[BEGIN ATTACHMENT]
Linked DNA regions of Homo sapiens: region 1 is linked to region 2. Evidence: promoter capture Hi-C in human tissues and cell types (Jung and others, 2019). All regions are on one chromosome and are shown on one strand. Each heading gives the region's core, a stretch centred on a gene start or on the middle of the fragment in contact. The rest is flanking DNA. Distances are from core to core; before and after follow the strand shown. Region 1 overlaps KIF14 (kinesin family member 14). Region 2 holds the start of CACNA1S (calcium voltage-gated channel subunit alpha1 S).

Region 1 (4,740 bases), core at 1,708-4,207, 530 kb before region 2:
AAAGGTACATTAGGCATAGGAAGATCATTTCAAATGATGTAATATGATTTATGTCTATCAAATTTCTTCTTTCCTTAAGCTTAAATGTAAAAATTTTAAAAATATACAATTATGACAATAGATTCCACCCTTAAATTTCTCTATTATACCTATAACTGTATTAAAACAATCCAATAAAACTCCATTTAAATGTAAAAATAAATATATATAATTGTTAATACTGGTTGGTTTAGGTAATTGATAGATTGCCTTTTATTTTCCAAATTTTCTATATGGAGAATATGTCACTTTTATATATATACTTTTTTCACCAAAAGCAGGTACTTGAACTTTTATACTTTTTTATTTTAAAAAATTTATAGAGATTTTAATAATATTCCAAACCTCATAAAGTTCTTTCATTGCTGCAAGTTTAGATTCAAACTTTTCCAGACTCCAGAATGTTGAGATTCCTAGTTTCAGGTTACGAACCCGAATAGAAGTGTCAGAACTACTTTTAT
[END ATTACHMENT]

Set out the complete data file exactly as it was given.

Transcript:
Linked DNA regions of Homo sapiens: region 1 is linked to region 2. Evidence: promoter capture Hi-C in human tissues and cell types (Jung and others, 2019). All regions are on one chromosome and are shown on one strand. Each heading gives the region's core, a stretch centred on a gene start or on the middle of the fragment in contact. The rest is flanking DNA. Distances are from core to core; before and after follow the strand shown. Region 1 overlaps KIF14 (kinesin family member 14). Region 2 holds the start of CACNA1S (calcium voltage-gated channel subunit alpha1 S).

Region 1 (4,740 bases), core at 1,708-4,207, 530 kb before region 2:
AAAGGTACATTAGGCATAGGAAGATCATTTCAAATGATGTAATATGATTTATGTCTATCAAATTTCTTCTTTCCTTAAGCTTAAATGTAAAAATTTTAAAAATATACAATTATGACAATAGATTCCACCCTTAAATTTCTCTATTATACCTATAACTGTATTAAAACAATCCAATAAAACTCCATTTAAATGTAAAAATAAATATATATAATTGTTAATACTGGTTGGTTTAGGTAATTGATAGATTGCCTTTTATTTTCCAAATTTTCTATATGGAGAATATGTCACTTTTATATATATACTTTTTTCACCAAAAGCAGGTACTTGAACTTTTATACTTTTTTATTTTAAAAAATTTATAGAGATTTTAATAATATTCCAAACCTCATAAAGTTCTTTCATTGCTGCAAGTTTAGATTCAAACTTTTCCAGACTCCAGAATGTTGAGATTCCTAGTTTCAGGTTACGAACCCGAATAGAAGTGTCAGAACTACTTTTAT